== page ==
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Property taxes, sales taxes on a collision course in South Dakota


Property taxes, sales taxes on a collision course in South Dakota

May 18, 2024 | 11:00 am ET
By Dana Hess
Property taxes, sales taxes on a collision course in South Dakota
Attendees converge on the panelists at the end of a public forum on property taxes April 20, 2024, at South Dakota Mines in Rapid City. (Seth Tupper/South Dakota Searchlight)

In the last legislative session, lawmakers weren’t able to agree on any significant changes to the property tax system.

House Bill 1208, requiring the director of equalization to adjust certain agricultural land values, failed in the House on a 25-44 vote.

Senate Bill 167, limiting annual valuation increases in owner-occupied single-family dwellings, failed in the Senate on a vote of 11-20.

Lawmakers couldn’t even agree on putting a proposed change in the system to a vote of the people when Senate Joint Resolution 505, limiting assessed value of real property and the amount of tax on real property, was sent to the 41st day by the Senate Taxation Committee on a 6-0 vote.

Lawmakers were able to agree on a summer study looking at the methodology of property tax assessments to make sure they are accurate and consistent. While the Legislature’s Executive Board approved of the study, veteran senators on the committee cautioned against it.

Sen. Lee Schoenbeck, a Watertown Republican, asserted that he would rather visit the dentist than open another study of property taxes. Sen. Jim Bolin, a Canton Republican, said he was worried that citizens would hear that the Legislature was studying property taxes and expect their tax bills to go down. “You’re going to raise people’s expectations and not really accomplish anything significant,” Bolin warned.

Expectations for changes in the system are already running high, according to a South Dakota Searchlight story. At an April property tax forum in Rapid City, many of the 100 people in attendance expressed their frustration with rising property taxes.

One solution floated at the forum was raising the state sales tax and using that revenue to offer property tax relief. This flies in the face of what legislators have been up to lately. In 2023 they cut the state sales tax from 4.5% to 4.2%. The effects of that cut are negligible for consumers. It amounts to a 30-cent savings on a $100 purchase, but it is estimated to leave a $104 million hole in the state budget.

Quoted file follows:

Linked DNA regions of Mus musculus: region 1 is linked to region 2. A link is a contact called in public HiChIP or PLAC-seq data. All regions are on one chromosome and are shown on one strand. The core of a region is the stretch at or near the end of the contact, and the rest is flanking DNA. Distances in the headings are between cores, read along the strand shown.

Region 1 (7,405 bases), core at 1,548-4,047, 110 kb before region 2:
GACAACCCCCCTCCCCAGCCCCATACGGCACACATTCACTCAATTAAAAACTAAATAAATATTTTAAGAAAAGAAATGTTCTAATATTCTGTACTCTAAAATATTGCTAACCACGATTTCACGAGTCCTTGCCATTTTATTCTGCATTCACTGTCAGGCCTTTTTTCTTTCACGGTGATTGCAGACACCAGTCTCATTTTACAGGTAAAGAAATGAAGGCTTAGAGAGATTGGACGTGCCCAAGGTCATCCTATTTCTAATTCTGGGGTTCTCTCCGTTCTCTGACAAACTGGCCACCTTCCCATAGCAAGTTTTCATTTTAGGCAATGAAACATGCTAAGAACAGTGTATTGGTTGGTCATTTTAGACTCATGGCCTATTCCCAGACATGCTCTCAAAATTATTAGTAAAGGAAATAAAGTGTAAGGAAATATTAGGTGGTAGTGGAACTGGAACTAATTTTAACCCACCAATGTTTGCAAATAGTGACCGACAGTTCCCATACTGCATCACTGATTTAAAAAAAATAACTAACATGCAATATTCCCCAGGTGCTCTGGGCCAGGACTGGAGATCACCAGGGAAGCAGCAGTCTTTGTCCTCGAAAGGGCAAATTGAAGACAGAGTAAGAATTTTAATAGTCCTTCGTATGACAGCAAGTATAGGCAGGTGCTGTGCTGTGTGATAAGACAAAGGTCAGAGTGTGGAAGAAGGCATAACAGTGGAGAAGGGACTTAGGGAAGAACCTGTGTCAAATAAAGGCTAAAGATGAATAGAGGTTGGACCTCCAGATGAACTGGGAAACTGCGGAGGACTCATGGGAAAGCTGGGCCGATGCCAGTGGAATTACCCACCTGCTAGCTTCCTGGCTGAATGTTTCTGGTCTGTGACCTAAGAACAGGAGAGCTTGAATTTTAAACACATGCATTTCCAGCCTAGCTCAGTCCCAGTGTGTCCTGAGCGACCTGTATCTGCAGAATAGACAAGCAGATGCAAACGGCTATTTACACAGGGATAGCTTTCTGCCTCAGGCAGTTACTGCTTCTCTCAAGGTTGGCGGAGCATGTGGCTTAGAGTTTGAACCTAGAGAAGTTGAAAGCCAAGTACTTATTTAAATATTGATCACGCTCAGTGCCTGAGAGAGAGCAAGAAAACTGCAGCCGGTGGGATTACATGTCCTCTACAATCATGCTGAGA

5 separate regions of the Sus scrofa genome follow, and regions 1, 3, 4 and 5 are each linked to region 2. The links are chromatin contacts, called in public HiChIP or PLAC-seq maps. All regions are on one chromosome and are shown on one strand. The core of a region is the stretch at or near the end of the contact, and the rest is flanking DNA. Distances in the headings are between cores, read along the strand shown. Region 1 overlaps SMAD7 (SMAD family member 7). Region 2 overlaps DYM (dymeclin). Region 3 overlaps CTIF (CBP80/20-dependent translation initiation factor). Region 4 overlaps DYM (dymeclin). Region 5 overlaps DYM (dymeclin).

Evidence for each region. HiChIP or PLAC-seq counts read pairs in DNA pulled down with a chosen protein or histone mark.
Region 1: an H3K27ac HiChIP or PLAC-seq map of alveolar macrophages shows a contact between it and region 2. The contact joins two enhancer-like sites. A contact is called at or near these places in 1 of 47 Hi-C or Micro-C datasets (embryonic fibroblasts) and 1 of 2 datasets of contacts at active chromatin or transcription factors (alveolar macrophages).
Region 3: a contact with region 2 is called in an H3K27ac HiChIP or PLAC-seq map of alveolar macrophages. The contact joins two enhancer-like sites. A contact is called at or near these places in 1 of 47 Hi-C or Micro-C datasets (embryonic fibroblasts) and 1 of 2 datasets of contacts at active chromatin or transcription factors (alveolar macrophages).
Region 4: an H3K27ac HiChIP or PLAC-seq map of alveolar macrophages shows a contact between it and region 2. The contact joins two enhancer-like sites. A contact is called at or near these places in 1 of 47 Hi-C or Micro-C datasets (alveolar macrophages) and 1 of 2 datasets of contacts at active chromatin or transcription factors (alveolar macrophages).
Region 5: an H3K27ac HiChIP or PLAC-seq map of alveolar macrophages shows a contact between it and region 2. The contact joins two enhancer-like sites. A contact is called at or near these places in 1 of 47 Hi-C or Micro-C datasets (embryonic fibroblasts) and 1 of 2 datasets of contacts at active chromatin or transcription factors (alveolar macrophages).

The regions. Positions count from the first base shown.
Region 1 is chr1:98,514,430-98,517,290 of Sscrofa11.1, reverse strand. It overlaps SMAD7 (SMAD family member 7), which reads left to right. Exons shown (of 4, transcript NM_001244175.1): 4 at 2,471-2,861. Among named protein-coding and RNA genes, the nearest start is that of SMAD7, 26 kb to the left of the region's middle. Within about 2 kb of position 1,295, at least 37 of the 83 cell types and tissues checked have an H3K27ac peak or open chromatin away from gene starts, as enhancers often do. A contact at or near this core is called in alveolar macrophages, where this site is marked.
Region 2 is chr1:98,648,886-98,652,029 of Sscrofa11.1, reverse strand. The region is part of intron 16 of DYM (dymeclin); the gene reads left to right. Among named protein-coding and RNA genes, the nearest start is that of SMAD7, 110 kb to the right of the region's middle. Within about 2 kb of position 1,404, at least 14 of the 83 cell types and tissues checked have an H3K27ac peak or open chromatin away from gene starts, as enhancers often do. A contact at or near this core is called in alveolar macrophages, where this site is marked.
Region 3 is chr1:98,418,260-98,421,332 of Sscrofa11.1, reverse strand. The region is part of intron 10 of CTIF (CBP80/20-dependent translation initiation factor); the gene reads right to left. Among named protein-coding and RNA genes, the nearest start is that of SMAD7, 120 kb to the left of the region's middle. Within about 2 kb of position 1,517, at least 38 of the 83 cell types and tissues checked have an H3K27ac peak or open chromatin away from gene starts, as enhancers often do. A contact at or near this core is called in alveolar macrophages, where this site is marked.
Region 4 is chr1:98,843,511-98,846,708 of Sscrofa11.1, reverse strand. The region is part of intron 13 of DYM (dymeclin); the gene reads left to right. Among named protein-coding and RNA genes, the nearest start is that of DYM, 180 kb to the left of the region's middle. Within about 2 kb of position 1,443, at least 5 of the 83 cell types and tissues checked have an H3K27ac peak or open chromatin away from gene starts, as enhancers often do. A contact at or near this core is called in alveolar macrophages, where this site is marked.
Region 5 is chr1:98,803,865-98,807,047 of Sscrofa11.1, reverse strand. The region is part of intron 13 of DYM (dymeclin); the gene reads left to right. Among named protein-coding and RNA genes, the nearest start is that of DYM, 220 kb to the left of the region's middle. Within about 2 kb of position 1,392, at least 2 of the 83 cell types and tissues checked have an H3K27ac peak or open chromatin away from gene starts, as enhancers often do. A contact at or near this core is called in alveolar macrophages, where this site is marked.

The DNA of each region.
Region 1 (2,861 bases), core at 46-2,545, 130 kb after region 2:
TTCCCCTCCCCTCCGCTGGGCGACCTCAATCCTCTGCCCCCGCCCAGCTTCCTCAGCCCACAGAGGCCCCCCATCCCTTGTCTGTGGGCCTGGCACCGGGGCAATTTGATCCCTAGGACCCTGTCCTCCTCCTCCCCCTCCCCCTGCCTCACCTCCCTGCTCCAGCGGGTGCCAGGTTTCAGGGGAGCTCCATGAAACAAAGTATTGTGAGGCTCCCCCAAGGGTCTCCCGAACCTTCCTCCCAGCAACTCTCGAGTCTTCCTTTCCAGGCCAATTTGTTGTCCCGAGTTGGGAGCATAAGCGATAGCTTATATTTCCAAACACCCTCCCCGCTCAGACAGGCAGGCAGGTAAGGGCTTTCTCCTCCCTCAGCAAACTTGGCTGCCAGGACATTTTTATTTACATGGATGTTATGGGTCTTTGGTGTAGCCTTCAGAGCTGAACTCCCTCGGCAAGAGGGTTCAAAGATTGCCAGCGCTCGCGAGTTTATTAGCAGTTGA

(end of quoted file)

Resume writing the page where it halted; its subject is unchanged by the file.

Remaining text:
The sales tax reduction is designed to sunset in 2027. A bill to make the sales tax cut permanent failed during the 2024 session. Lawmakers likely had their eyes on the November ballot when voters will decide if they want to endorse a measure to eliminate the sales tax on food. Polls have shown that cutting the sales tax on food is popular with voters. If the measure is endorsed, it will mean another $120 million in lost state revenue.

So much for raising the sales tax to provide property tax relief.

It’s apparent that South Dakota is headed for a showdown on taxes, with the Legislature and voters keen on cutting the sales tax and property owners seeking relief from burgeoning valuations and higher property tax bills.

Back at the Executive Board meeting, while Sen. Bolin was not keen on a summer study of property tax assessment methodology, he did have the best idea for how to handle a tax system that is getting out of hand. He may have been half-kidding, but Bolin suggested that for real change, what was called for was a “Super Blue Ribbon Panel” much like the one instituted by Gov. Dennis Daugaard when the state decided to tackle the problem of low teacher pay.

That panel’s solution, raising the sales tax to provide more pay for teachers, has already been rolled back with the Legislature’s endorsement of the 4.2% sales tax and the state’s teachers have once again fallen to the bottom of the national pay scale.

Given the fate of property tax legislation in the 2024 session, it’s obvious that a property tax “fix” with just a few sponsors isn’t going to carry the day. What the South Dakota tax system needs, with all its variables and exemptions, is a thorough study and a workable solution that will serve the state, school districts, cities and counties.

For legislators, a Blue Ribbon study of South Dakota’s tax system likely has all the allure of a trip to the dentist, but it may be the only way to, once and for all, balance the needs of all taxpayers.